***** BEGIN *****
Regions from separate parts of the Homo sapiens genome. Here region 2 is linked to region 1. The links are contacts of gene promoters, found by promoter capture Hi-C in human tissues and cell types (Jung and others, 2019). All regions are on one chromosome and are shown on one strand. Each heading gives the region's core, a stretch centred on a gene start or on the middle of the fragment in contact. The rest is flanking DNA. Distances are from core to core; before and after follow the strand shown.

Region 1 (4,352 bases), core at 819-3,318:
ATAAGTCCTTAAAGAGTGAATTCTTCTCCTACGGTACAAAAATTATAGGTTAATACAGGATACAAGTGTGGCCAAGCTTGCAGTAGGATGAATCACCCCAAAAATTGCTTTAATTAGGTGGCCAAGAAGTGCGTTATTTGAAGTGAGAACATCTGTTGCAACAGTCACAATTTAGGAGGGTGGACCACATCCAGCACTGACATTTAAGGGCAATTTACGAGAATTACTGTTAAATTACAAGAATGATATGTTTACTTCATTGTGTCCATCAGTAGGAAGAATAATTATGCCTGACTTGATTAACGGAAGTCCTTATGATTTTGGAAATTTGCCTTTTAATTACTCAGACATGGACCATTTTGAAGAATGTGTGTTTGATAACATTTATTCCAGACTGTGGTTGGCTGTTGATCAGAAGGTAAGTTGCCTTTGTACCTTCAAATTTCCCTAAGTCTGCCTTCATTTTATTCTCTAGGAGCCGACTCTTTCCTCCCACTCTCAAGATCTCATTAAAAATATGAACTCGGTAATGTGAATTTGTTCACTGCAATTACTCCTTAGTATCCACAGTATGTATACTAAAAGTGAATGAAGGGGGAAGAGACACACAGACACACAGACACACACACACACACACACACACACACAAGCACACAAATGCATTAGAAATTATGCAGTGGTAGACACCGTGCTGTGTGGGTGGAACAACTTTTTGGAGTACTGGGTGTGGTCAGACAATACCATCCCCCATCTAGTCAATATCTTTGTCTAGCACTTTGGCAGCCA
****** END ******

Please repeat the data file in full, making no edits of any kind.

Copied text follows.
Regions from separate parts of the Homo sapiens genome. Here region 2 is linked to region 1. The links are contacts of gene promoters, found by promoter capture Hi-C in human tissues and cell types (Jung and others, 2019). All regions are on one chromosome and are shown on one strand. Each heading gives the region's core, a stretch centred on a gene start or on the middle of the fragment in contact. The rest is flanking DNA. Distances are from core to core; before and after follow the strand shown.

Region 1 (4,352 bases), core at 819-3,318:
ATAAGTCCTTAAAGAGTGAATTCTTCTCCTACGGTACAAAAATTATAGGTTAATACAGGATACAAGTGTGGCCAAGCTTGCAGTAGGATGAATCACCCCAAAAATTGCTTTAATTAGGTGGCCAAGAAGTGCGTTATTTGAAGTGAGAACATCTGTTGCAACAGTCACAATTTAGGAGGGTGGACCACATCCAGCACTGACATTTAAGGGCAATTTACGAGAATTACTGTTAAATTACAAGAATGATATGTTTACTTCATTGTGTCCATCAGTAGGAAGAATAATTATGCCTGACTTGATTAACGGAAGTCCTTATGATTTTGGAAATTTGCCTTTTAATTACTCAGACATGGACCATTTTGAAGAATGTGTGTTTGATAACATTTATTCCAGACTGTGGTTGGCTGTTGATCAGAAGGTAAGTTGCCTTTGTACCTTCAAATTTCCCTAAGTCTGCCTTCATTTTATTCTCTAGGAGCCGACTCTTTCCTCCCACTCTCAAGATCTCATTAAAAATATGAACTCGGTAATGTGAATTTGTTCACTGCAATTACTCCTTAGTATCCACAGTATGTATACTAAAAGTGAATGAAGGGGGAAGAGACACACAGACACACAGACACACACACACACACACACACACACACAAGCACACAAATGCATTAGAAATTATGCAGTGGTAGACACCGTGCTGTGTGGGTGGAACAACTTTTTGGAGTACTGGGTGTGGTCAGACAATACCATCCCCCATCTAGTCAATATCTTTGTCTAGCACTTTGGCAGCCA